Blog #4


YourTeacher Aims to Help Flip Math Classes with iBooks

In the article, YourTeacher Aims to Help Flip Math Classes with iBooks, this discusses how iBook textbooks from YourTeacher have been published for math teachers and the use of them in classrooms. It is a new way for teachers to teach in their classrooms. They flip their classroom so that a teacher spend more time interacting in a hands-on way with students instead of lecturing everyday during a whole class. The iBook is used so students watch examples for the lesson outside of class and then answer self-test questions after seeing the examples. For class the next day, instead of lecturing and teaching the lesson, there is class discussion and activities from the examples and concepts viewed on the iBook the previous day. The iBook includes useful tools such as whiteboard videos, practice problems, and multiple-choice self-tests. Also, all iBooks are able to be purchased through Apple stores and many teachers have recommended iBooks. They have seen improvement in their classrooms from using iBooks and using the flip classroom method. Students are engaging more in discussions and understanding lessons better. iBooks are aimed at middle school, high school, and college students to make math easier to learn.

Q1. What is your opinion of the issue in the article? Agree or disagree? Why?

My opinion of the issue stated in this article is that it is a great idea for many teachers to look into. From a college student perspective, I have sat middle school through college in classrooms constantly being lectured without any activities or student engagement involved. I do not learn as much as I should because I am always losing focus during a lecture. These iBooks would be a great investment for teachers and professors to include in their classrooms to keep students engaged and interested in lessons. I would definitely recommend this to teachers.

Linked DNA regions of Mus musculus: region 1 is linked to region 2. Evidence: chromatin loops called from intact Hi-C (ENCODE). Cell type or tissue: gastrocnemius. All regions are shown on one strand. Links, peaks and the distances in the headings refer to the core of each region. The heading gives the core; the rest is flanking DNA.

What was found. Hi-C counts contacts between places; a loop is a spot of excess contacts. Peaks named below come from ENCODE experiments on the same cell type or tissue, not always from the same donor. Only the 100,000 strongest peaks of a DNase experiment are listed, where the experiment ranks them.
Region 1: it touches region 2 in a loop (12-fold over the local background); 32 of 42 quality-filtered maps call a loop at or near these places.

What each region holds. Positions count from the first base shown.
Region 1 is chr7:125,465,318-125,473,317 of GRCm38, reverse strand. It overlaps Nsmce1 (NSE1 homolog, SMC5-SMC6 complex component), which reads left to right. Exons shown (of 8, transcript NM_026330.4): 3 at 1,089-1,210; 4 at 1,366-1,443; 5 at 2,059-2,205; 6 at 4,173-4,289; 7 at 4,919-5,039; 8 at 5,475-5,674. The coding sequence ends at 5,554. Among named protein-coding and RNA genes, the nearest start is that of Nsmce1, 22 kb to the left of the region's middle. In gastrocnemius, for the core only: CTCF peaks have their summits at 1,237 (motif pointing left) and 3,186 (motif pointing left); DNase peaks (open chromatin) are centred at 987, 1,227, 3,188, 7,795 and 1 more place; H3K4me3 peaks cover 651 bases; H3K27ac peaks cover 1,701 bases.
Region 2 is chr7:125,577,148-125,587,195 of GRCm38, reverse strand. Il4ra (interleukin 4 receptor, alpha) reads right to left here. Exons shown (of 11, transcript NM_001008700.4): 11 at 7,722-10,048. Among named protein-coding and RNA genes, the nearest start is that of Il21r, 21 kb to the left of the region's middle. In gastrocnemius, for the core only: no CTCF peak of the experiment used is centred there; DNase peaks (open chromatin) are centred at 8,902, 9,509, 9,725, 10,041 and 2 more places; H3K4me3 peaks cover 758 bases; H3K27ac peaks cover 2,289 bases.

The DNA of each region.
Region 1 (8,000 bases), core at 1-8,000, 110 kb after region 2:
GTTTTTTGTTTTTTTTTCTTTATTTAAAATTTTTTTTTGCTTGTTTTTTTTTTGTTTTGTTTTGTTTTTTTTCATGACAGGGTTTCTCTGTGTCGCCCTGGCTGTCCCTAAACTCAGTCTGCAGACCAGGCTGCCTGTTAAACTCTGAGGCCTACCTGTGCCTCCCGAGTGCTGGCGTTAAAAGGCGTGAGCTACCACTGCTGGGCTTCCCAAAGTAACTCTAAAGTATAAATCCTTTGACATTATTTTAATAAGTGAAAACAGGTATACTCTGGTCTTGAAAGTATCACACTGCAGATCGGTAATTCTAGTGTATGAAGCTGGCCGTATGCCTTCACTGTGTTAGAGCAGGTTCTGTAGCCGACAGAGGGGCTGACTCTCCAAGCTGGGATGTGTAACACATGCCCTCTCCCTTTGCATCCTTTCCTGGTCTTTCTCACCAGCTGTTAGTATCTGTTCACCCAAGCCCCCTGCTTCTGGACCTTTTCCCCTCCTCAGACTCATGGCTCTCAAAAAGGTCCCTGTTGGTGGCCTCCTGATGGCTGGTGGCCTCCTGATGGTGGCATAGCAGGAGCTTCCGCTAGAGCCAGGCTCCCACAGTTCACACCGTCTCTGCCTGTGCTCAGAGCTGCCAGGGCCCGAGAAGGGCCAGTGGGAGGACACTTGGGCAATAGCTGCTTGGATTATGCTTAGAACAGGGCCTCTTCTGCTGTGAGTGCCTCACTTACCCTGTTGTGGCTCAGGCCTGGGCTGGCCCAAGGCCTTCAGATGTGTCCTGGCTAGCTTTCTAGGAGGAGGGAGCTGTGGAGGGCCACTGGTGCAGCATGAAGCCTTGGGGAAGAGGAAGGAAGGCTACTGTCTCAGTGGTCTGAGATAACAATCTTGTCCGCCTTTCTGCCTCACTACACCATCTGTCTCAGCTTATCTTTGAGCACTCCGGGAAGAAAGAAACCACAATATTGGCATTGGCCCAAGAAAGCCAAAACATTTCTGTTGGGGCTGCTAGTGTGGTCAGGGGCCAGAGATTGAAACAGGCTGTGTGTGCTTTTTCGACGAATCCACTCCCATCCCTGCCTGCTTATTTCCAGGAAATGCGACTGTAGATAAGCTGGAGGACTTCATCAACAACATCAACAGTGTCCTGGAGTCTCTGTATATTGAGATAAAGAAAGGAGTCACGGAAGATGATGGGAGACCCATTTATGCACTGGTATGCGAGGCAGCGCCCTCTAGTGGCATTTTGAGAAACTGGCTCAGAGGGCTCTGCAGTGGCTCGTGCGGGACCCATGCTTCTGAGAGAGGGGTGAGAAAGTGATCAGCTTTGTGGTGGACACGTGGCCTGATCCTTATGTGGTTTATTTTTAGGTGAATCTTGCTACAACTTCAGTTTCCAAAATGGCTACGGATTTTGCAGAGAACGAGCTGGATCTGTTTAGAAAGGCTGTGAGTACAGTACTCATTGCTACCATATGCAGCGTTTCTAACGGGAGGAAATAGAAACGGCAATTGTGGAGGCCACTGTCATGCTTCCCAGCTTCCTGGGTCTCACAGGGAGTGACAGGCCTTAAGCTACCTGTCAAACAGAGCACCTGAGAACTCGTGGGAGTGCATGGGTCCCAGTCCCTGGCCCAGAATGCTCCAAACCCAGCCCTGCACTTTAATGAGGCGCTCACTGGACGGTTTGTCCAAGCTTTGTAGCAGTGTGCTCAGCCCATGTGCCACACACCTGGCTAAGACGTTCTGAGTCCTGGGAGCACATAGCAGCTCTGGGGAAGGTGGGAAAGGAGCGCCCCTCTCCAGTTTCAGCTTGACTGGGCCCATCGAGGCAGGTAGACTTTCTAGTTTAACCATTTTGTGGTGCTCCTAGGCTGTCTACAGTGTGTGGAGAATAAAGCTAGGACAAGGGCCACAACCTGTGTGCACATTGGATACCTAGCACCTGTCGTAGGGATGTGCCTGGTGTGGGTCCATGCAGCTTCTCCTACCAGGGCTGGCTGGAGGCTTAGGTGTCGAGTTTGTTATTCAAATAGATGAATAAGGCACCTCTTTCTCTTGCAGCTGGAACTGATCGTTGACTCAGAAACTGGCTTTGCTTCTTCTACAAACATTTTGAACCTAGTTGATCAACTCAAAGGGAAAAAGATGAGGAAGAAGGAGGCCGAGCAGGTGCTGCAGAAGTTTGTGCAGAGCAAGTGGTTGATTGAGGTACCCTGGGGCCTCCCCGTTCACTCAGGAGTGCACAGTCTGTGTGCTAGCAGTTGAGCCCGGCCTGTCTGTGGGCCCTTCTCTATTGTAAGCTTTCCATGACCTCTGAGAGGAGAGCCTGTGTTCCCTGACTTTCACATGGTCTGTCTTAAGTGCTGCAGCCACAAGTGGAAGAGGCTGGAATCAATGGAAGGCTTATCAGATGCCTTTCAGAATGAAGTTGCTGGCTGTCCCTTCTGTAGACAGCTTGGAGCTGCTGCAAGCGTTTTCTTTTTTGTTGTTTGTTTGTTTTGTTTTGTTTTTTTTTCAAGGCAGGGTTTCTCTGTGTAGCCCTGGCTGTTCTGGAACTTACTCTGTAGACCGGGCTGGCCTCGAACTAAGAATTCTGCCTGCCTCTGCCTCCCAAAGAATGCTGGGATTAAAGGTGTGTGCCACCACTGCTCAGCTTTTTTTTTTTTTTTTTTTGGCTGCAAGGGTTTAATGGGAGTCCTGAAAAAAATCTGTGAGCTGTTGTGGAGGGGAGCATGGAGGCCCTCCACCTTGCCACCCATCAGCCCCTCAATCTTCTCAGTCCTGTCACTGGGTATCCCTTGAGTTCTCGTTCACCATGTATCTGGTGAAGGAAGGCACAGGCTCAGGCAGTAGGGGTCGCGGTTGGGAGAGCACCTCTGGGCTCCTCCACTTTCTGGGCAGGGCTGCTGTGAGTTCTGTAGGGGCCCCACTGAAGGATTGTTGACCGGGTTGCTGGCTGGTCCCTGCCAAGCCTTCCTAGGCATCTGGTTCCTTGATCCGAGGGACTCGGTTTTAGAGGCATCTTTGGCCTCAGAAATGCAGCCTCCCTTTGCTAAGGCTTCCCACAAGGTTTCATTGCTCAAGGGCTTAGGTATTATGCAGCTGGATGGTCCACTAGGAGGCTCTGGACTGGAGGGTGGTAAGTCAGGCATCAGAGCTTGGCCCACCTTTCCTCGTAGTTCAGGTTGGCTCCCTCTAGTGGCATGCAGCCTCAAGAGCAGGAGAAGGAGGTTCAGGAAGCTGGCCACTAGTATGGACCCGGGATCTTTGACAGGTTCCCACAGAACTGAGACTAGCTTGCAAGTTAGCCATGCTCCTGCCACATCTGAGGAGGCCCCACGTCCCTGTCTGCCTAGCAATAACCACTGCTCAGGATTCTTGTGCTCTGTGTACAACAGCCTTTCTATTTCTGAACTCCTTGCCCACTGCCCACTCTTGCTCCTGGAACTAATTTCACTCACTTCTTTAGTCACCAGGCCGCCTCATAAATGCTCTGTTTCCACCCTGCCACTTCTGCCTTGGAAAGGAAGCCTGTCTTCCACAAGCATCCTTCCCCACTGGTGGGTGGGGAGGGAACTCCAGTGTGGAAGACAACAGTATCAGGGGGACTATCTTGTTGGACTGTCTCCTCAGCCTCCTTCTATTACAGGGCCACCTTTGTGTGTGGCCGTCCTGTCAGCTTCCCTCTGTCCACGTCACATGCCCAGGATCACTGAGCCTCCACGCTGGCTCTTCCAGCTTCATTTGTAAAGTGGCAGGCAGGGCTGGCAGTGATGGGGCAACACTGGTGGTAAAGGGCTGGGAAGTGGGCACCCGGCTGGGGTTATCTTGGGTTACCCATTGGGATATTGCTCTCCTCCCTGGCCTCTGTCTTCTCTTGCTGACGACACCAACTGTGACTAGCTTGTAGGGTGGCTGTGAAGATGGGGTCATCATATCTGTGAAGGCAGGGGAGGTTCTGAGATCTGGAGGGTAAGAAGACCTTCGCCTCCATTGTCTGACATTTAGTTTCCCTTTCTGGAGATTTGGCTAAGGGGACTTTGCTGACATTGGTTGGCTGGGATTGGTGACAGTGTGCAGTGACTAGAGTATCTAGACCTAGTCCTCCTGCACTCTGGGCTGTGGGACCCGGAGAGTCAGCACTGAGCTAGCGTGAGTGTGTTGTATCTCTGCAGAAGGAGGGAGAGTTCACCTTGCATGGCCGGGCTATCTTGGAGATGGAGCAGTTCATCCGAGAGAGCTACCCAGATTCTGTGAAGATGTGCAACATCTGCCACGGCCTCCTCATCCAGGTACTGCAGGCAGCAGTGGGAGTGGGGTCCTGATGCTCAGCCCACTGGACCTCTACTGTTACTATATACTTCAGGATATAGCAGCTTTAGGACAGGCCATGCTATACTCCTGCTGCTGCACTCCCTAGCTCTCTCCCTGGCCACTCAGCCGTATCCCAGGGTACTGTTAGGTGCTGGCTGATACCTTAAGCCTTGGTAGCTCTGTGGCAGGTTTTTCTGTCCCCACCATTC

Q2. How will the issue help or hinder your teaching practice? Why?

The issue will help my teaching practice because if I taught at a higher level I could incorporate iBooks into my classroom learning with math. Students struggle with math often and it is a very hard subject to understand. With iBooks, using examples outside of class will help the students learn even when they are not in school. The next day, the lesson can be discussed briefly and there will be class discussion and activities to help enforce the concepts that were previously covered the night before. I feel like this would help the students’ learning and I would see improvements in grades and the understanding of math.


Blog #3


How to Get Hesitant Teachers to Use Technology